How does Francoise Meltzer interpret Baudelaire's concept of "modernity" and his idea of "the painter of modern life"?

Francoise Meltzer shows the complexity of Baudelaire's attitude to modernity and to modern art, which expresses modernity at the same time as resisting it. Baudelaire both describes and embodies the contradictions of Modernist thought in relation to modernity.

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Two of the key disputes about Modernism concern its relation to modernity and its relation to the past. The most simplistic popular view is that the Modernist expresses and endorses modernity while rejecting the past, but this is clearly not true of most major Modernist thinkers, including Baudelaire. In her 2011 study, Seeing Double: Baudelaire's Modernity, Francoise Meltzer proposes a more subtle reading of Baudelaire's attitude to modernity. In Meltzer's view, Baudelaire both describes and embodies the contradictions inherent in modernity. He rejects the immediate past as sentimental and derivative but, like the giants of twentieth-century Modernism (Proust, Joyce, Woolf and Eliot), was much more willing to go far back in the past for models and inspiration.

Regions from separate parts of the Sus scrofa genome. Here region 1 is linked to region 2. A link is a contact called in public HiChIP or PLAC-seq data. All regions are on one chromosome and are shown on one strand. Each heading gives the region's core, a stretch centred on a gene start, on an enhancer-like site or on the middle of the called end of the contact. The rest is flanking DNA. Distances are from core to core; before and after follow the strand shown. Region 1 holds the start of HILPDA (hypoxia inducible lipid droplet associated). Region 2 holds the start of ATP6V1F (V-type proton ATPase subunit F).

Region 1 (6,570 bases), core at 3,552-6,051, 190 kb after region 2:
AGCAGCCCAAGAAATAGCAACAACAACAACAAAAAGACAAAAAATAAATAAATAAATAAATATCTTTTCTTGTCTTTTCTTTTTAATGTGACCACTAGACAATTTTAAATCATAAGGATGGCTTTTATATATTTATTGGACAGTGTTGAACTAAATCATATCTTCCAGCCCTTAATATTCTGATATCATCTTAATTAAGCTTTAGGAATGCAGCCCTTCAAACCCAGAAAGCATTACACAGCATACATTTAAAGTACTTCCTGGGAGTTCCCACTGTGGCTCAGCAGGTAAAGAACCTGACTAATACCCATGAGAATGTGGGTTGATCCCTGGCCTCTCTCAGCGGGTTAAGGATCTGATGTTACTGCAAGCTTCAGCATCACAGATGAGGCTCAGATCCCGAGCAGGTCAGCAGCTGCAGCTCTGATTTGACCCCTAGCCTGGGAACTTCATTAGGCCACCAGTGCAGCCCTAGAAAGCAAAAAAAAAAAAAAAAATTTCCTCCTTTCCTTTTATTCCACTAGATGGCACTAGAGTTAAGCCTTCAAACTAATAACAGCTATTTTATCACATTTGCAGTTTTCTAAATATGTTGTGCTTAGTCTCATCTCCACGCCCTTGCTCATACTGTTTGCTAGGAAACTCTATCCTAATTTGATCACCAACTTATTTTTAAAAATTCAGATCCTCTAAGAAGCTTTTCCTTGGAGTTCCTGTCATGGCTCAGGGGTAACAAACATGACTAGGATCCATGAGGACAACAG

One of the principal contradictions in Baudelaire's attitude is his constant emphasis on the modern era as a time of crowds and mass culture, which he both celebrates and rejects. Baudelaire again anticipates such Modernists as Joyce by writing about the triumph of the common man in an idiom which no common man would understand. The great artist should immerse himself in the crowd, but he is never quite one of them, and if he were, he would cease to be a great artist. By examining these contradictions, Meltzer shows how Baudelaire influenced the paradoxical ideas which were to define Modernist thought.

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